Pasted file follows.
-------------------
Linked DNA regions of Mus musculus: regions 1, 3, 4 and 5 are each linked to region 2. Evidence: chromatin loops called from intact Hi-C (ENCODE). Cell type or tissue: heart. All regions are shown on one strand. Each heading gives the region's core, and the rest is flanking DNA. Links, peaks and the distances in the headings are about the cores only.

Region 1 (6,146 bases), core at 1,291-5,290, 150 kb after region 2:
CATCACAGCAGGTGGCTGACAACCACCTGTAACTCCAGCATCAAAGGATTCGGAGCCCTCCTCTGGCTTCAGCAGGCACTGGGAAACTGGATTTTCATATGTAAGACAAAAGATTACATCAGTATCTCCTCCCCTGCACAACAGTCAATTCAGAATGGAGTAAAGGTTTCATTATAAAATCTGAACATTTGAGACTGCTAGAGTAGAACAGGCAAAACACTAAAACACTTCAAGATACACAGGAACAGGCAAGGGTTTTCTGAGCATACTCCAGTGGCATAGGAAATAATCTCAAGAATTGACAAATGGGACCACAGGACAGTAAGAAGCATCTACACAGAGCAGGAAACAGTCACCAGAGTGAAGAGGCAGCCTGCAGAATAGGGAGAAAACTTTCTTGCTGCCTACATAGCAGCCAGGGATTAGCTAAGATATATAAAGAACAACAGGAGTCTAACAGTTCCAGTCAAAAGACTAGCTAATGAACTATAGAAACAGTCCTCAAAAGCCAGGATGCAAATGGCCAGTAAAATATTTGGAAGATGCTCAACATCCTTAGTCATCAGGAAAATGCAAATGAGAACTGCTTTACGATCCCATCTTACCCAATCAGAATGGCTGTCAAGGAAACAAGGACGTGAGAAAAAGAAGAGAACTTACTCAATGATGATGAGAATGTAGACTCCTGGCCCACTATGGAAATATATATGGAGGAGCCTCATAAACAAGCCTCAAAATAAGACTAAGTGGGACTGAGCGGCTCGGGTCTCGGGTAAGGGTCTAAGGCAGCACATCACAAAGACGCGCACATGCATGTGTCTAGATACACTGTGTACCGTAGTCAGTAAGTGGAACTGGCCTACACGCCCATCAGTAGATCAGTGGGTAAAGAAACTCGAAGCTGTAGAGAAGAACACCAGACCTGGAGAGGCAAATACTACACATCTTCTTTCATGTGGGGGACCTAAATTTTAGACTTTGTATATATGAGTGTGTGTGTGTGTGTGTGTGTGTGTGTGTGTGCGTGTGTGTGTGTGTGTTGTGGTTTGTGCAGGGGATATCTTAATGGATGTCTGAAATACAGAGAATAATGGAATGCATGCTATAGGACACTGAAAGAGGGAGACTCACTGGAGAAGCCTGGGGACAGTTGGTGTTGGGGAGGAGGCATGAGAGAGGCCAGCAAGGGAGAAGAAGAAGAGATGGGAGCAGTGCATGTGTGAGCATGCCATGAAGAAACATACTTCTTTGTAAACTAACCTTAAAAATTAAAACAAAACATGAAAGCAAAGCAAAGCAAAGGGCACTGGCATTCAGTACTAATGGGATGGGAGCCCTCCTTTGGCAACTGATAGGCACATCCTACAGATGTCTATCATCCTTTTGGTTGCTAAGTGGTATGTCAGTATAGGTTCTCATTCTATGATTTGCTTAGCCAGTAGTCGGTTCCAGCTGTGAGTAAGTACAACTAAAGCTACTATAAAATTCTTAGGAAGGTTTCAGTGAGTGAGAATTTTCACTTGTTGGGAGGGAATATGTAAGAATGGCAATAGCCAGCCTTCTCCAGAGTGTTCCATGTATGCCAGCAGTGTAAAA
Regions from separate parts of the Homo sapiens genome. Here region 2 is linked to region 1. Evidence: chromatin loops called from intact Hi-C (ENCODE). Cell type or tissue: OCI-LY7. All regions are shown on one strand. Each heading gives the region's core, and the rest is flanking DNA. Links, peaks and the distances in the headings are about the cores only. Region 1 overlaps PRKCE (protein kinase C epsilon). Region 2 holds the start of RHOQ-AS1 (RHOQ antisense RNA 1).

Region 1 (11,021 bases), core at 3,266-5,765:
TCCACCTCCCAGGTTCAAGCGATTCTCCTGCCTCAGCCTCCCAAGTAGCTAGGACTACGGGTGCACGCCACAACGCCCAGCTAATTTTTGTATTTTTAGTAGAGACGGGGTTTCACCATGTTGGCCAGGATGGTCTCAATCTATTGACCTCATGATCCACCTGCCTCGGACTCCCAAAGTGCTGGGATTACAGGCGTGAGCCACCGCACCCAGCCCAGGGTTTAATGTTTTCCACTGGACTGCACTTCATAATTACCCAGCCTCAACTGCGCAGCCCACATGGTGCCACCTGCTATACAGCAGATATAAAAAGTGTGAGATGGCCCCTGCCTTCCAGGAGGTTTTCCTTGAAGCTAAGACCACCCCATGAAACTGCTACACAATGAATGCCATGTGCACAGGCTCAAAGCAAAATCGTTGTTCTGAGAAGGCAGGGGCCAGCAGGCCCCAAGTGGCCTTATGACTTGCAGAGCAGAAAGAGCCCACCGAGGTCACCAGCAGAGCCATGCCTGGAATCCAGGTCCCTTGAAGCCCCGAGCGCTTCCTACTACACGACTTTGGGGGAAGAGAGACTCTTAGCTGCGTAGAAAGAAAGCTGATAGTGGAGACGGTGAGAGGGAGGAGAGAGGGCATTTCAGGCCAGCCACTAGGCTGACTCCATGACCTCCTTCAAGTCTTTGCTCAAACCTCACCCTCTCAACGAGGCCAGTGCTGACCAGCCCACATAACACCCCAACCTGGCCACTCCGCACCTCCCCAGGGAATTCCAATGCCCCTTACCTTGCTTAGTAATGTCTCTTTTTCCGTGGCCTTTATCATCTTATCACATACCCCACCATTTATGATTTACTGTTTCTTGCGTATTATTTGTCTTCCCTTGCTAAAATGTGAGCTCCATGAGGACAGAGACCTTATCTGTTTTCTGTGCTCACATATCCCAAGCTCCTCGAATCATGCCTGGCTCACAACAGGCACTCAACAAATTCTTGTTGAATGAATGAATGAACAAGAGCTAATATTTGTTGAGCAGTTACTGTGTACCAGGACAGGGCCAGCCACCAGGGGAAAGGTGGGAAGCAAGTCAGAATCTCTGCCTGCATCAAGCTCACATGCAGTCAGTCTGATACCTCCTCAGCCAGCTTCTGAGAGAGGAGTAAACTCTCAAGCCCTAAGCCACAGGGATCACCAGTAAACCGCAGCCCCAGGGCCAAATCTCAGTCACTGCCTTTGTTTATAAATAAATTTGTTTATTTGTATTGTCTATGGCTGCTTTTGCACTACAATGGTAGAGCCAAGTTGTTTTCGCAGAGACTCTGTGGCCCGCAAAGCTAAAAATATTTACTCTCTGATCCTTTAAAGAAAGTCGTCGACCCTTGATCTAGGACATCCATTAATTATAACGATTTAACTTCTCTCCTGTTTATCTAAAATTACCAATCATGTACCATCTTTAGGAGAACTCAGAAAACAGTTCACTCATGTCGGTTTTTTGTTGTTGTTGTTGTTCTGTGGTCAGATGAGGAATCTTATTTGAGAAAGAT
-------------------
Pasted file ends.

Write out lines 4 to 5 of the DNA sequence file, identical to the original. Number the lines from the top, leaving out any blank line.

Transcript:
Regions from separate parts of the Homo sapiens genome. Here region 2 is linked to region 1. Evidence: chromatin loops called from intact Hi-C (ENCODE). Cell type or tissue: OCI-LY7. All regions are shown on one strand. Each heading gives the region's core, and the rest is flanking DNA. Links, peaks and the distances in the headings are about the cores only. Region 1 overlaps PRKCE (protein kinase C epsilon). Region 2 holds the start of RHOQ-AS1 (RHOQ antisense RNA 1).

Region 1 (11,021 bases), core at 3,266-5,765: